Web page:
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Creating detectors

Security Analytics provides the options and functionality to monitor and respond to a wide range of security threats. Detectors are the essential components that determine what to look for and how to respond to those threats. This section covers their creation and configuration.

Step 1. Define a detector

You can define a new detector by naming the detector, selecting a data source and detector type, and specifying a detector schedule. After defining a detector, you can also configure field mappings and set up alerts. Follow the steps in this section to accomplish all three of these setup tasks.

  1. On the Detectors page, select the Create detector button. The Define detector page opens.
  2. Give the detector a name and, as an option, add a description for the detector.
  3. In the Data source section, select the dropdown arrow and select a source for the log data.
  4. In the threat detection type section, select the data type. The Sigma security rules associated with the log data are automatically populated in the Detection rules section below it. Selecting threat detector type to auto-populate rules

    You can skip the next step for mapping rules if you are satisfied with those automatically populated by the system. Otherwise, go to the next step to specify select rules.

  5. In the Detection rules section, specify only those rules you want mapped to the detector. Select or deselect rules that detector will use for findings
    • Use the toggle to the left of the rule name to select or deselect rules.
    • Use the Log type, Rule severity, and Source dropdown lists to filter the rules you want to select from.
    • Use the Search bar to search for specific rules.

    To quickly select one or more known rules and dismiss others, first deselect all rules by moving the Rule name toggle to the left, then search for your target rule names and select each individually by moving its toggle to the right.

  6. In the Detector schedule section, set how often the detector will run. Specify a unit of time and a corresponding number to set the interval.
  7. Select the Next button in the lower-right corner of the screen to continue. The Configure field mapping page appears.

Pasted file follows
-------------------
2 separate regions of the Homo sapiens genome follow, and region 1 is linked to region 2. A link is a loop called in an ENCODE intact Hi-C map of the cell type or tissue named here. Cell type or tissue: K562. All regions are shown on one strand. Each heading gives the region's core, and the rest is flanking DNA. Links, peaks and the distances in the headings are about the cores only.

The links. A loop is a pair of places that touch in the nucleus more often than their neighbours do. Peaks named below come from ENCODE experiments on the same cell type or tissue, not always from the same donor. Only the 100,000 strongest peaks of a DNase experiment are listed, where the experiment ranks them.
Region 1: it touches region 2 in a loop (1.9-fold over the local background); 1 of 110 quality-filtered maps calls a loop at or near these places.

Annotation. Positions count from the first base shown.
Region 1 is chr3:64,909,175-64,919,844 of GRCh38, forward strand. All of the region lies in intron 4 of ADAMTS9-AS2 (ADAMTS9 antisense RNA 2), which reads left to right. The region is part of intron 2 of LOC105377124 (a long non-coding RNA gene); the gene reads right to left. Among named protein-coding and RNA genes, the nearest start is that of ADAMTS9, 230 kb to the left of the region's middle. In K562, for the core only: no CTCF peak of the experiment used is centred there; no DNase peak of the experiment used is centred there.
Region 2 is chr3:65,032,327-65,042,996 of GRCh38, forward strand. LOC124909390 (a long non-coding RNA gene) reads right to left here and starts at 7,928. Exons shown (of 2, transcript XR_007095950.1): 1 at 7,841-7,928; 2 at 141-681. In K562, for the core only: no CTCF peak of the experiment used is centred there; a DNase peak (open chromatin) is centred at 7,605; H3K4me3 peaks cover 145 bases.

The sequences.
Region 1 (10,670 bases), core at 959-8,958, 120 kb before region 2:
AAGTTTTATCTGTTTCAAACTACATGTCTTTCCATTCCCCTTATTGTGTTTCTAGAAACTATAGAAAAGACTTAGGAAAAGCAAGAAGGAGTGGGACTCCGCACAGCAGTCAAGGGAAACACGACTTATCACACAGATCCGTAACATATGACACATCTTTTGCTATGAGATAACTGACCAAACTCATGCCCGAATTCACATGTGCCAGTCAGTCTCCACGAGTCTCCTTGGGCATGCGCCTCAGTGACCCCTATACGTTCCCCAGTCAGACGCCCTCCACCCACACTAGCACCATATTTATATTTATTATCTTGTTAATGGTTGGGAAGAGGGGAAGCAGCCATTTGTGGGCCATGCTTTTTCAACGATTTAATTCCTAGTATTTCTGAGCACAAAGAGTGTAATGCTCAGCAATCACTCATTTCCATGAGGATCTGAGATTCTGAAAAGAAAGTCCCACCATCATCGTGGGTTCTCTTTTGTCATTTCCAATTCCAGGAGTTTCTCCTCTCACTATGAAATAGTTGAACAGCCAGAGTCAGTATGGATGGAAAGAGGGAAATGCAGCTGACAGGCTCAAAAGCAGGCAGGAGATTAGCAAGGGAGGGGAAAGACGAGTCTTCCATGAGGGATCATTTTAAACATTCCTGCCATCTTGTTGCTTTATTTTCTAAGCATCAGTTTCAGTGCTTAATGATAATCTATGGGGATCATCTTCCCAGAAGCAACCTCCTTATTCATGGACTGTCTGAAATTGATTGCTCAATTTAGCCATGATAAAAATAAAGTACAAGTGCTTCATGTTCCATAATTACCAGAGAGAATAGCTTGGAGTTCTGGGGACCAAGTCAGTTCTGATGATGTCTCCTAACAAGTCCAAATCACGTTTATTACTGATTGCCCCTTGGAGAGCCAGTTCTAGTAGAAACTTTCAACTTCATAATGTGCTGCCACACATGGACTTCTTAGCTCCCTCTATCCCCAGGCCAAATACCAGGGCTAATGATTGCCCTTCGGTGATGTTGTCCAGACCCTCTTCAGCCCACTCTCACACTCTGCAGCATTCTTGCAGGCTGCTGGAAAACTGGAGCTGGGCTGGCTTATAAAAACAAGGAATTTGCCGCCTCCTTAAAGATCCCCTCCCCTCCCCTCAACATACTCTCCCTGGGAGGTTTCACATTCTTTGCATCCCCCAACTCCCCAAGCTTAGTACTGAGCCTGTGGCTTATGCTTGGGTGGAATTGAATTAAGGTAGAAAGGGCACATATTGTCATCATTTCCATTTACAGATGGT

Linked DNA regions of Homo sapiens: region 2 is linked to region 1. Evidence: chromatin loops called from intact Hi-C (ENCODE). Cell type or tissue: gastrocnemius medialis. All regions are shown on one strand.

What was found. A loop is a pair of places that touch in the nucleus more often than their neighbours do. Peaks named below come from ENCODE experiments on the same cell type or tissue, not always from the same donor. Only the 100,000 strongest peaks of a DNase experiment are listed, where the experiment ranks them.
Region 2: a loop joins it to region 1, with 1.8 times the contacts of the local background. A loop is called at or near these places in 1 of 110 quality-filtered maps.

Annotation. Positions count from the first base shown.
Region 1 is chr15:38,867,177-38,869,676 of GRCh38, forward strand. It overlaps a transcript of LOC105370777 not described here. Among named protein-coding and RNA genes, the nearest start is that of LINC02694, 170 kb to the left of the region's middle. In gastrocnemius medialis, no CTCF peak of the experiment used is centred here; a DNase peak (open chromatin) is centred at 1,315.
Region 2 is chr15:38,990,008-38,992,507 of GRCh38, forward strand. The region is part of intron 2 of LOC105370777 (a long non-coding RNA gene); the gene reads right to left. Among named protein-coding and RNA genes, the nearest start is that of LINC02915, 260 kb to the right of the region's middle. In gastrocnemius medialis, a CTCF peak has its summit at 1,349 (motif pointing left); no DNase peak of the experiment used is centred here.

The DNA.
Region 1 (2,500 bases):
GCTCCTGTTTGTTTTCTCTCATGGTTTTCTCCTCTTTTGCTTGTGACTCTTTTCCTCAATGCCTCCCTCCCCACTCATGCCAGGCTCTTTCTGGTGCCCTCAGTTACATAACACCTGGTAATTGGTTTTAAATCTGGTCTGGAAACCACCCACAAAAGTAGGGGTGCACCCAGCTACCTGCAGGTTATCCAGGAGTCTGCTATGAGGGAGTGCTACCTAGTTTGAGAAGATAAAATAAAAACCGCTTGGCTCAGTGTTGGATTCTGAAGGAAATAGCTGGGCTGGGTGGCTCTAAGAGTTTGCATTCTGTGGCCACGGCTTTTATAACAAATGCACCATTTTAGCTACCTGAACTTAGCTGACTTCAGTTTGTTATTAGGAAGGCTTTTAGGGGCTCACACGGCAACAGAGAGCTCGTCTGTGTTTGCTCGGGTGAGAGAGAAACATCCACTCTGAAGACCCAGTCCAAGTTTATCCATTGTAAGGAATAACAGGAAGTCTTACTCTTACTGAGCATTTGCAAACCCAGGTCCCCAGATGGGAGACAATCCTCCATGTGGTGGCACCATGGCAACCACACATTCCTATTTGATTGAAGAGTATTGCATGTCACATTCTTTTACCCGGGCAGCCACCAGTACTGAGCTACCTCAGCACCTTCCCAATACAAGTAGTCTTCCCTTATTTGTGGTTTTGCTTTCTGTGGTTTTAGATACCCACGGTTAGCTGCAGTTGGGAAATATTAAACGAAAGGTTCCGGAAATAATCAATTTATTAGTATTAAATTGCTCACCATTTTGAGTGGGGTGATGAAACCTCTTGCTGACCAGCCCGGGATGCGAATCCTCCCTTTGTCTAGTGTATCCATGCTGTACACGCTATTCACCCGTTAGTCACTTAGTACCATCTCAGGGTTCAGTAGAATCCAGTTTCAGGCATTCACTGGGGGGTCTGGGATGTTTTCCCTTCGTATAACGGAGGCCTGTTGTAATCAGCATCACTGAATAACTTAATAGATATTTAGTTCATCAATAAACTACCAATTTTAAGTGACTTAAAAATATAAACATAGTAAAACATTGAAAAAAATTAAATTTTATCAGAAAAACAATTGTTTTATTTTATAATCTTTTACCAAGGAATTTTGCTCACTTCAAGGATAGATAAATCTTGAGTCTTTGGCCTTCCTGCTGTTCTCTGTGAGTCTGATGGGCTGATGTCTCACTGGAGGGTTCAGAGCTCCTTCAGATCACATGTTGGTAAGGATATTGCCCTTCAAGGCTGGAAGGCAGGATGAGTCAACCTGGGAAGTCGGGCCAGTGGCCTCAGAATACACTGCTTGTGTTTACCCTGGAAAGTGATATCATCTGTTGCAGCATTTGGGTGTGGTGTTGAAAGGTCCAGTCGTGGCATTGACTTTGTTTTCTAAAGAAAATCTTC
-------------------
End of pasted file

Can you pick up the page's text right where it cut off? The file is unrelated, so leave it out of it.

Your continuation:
Step 2. Create field mappings

The field mapping step matches field names from the rule with field names from the log index being used to provide data. Creating field mappings allows the system to accurately pass event data from the log to the detector and then use the data to trigger alerts.

The data source (log index), log type, and detection rules specified in the first step determine which fields are available for mapping. For example, when “Windows logs” is selected as the log type, this parameter, along with the specific detection rules, determines the list of rule field names available for the mapping. Similarly, the selected data source (log index) determines the list of log field names that are available for the mapping.

Because the system uses prepackaged Sigma rules for detector creation, it can automatically map important fields for a specific log type with the corresponding fields in the Sigma rules. The field mapping step presents a view of automatically mapped fields while also providing the option to customize, change, or add new field mappings. When a detector includes custom rules, you can follow this step to manually map rule field names to log field names.

A note on field names

The field mapping process requires that you are familiar with the field names in the log index and have an understanding of the data contained in those fields. If you have an understanding of the log fields in the index, the mapping is typically a straightforward process.

Security Analytics takes advantage of prepackaged Sigma rules for security event detection. Therefore, the rule field names are derived from a Sigma rule field standard. To make them easier to identify, however, we create aliases for the Sigma rule fields based on the open source Elastic Common Schema (ECS) specification. These alias rule field names are the field names used in these steps.

Although the ECS rule field names are largely self-explanatory, you can find predefined mappings of the Sigma rule field names with ECS rule field names, for all supported log types, in the GitHub Security Analytics repository. Navigate to the OSMappings folder, select the folder named for the log type, and open the fieldmappings.yml file. For example, to see the Sigma rule fields that correspond to ECS rule fields for the Windows log type, open the fieldmappings.yml file in the windows folder.

Default field mappings